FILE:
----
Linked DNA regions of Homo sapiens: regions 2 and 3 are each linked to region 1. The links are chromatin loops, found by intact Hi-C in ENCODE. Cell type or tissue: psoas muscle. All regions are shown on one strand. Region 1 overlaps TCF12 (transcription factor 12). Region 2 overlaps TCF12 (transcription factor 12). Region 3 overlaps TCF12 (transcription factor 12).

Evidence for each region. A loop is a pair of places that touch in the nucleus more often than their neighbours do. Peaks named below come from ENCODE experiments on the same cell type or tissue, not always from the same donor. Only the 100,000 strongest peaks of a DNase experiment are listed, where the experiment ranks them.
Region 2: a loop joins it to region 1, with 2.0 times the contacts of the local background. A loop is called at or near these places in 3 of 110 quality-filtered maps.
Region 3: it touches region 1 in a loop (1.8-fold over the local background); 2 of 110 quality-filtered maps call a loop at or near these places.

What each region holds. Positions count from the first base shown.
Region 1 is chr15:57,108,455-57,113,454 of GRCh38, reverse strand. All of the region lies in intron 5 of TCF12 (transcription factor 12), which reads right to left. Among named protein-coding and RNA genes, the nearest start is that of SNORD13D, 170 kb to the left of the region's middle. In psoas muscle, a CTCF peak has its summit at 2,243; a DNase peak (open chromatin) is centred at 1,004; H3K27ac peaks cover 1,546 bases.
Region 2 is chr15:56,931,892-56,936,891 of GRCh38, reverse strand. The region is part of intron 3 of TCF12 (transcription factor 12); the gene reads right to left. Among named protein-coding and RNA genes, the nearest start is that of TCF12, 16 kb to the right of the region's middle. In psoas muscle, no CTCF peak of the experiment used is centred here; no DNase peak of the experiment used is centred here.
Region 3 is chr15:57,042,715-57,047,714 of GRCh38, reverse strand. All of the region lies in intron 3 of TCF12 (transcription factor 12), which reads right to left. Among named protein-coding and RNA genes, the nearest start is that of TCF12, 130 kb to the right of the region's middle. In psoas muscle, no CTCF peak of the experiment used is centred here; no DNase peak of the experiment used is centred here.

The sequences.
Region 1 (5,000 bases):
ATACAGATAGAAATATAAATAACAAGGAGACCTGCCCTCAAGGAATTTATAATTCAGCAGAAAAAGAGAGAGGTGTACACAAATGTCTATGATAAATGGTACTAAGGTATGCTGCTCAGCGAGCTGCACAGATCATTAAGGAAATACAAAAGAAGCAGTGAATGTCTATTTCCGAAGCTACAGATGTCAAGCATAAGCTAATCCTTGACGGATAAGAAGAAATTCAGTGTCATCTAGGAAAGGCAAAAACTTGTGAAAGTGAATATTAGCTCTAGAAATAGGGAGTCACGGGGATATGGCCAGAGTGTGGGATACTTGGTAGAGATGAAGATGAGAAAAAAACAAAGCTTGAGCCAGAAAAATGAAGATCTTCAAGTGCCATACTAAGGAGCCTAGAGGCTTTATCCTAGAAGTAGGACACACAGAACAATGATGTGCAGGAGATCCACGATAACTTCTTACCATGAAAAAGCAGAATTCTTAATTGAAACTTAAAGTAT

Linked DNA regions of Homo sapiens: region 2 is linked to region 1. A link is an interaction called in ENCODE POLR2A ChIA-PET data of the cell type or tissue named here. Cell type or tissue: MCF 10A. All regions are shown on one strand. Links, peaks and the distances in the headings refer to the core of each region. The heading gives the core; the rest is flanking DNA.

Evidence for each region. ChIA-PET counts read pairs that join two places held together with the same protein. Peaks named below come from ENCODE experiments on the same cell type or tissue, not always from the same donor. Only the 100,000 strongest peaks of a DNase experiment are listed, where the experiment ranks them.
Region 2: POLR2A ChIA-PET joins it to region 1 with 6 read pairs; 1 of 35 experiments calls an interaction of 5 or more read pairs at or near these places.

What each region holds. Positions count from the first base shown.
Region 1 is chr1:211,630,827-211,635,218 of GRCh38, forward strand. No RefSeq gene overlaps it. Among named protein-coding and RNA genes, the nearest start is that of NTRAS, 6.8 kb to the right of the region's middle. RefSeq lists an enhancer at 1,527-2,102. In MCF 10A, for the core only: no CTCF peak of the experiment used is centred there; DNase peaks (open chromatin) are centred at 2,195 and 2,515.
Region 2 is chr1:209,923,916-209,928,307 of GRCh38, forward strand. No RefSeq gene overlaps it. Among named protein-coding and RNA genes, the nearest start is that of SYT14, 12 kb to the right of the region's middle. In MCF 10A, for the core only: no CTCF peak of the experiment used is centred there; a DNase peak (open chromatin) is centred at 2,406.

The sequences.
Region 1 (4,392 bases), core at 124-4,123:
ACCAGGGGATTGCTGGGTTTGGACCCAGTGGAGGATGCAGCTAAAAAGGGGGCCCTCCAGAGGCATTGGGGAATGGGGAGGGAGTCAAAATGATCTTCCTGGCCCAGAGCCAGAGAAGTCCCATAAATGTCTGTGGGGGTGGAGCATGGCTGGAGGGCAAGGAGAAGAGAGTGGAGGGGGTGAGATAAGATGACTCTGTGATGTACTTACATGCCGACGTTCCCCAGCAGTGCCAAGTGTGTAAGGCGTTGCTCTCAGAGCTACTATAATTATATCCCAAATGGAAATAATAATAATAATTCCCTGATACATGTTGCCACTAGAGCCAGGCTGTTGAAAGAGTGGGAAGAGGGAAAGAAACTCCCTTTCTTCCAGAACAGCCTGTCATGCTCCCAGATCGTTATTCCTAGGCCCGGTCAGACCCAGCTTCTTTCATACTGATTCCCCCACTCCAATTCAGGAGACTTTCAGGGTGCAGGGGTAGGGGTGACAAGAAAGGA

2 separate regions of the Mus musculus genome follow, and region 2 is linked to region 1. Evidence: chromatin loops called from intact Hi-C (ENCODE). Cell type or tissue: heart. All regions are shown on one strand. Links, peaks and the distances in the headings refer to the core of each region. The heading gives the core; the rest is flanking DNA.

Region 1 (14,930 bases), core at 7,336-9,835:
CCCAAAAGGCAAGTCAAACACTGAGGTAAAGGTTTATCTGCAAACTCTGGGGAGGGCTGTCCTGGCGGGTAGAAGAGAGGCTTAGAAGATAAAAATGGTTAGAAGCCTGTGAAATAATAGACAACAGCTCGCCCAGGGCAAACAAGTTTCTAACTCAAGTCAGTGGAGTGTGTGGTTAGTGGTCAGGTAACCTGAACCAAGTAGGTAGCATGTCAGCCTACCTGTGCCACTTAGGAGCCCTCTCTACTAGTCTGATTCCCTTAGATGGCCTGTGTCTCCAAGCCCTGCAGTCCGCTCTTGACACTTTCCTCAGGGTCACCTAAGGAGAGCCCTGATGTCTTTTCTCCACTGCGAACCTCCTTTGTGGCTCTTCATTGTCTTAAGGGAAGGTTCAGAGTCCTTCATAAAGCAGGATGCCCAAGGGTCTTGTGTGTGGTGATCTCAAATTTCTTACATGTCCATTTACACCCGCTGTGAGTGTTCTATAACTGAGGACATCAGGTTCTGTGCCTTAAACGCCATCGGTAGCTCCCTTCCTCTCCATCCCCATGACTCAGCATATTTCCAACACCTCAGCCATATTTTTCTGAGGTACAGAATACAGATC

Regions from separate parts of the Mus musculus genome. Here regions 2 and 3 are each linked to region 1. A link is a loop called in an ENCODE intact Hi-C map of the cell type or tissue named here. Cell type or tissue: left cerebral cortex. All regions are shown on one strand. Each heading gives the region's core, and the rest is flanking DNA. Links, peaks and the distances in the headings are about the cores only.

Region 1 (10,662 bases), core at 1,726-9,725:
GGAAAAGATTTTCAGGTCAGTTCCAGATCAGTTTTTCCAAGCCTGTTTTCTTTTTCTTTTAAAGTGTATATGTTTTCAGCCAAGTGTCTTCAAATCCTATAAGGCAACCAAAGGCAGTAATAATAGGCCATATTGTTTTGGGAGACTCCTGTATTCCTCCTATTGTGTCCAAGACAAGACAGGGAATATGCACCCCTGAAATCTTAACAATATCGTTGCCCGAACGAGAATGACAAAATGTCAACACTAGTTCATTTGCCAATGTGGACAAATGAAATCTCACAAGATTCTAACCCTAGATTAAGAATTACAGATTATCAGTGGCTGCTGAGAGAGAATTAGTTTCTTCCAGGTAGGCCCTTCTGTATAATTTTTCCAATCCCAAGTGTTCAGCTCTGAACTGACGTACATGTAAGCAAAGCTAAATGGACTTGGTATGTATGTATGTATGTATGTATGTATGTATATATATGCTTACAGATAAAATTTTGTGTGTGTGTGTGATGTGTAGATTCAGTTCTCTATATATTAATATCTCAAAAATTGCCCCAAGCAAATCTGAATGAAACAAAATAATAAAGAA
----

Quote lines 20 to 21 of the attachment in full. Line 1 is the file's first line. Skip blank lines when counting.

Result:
ACCAGGGGATTGCTGGGTTTGGACCCAGTGGAGGATGCAGCTAAAAAGGGGGCCCTCCAGAGGCATTGGGGAATGGGGAGGGAGTCAAAATGATCTTCCTGGCCCAGAGCCAGAGAAGTCCCATAAATGTCTGTGGGGGTGGAGCATGGCTGGAGGGCAAGGAGAAGAGAGTGGAGGGGGTGAGATAAGATGACTCTGTGATGTACTTACATGCCGACGTTCCCCAGCAGTGCCAAGTGTGTAAGGCGTTGCTCTCAGAGCTACTATAATTATATCCCAAATGGAAATAATAATAATAATTCCCTGATACATGTTGCCACTAGAGCCAGGCTGTTGAAAGAGTGGGAAGAGGGAAAGAAACTCCCTTTCTTCCAGAACAGCCTGTCATGCTCCCAGATCGTTATTCCTAGGCCCGGTCAGACCCAGCTTCTTTCATACTGATTCCCCCACTCCAATTCAGGAGACTTTCAGGGTGCAGGGGTAGGGGTGACAAGAAAGGA

2 separate regions of the Mus musculus genome follow, and region 2 is linked to region 1. Evidence: chromatin loops called from intact Hi-C (ENCODE). Cell type or tissue: heart. All regions are shown on one strand. Links, peaks and the distances in the headings refer to the core of each region. The heading gives the core; the rest is flanking DNA.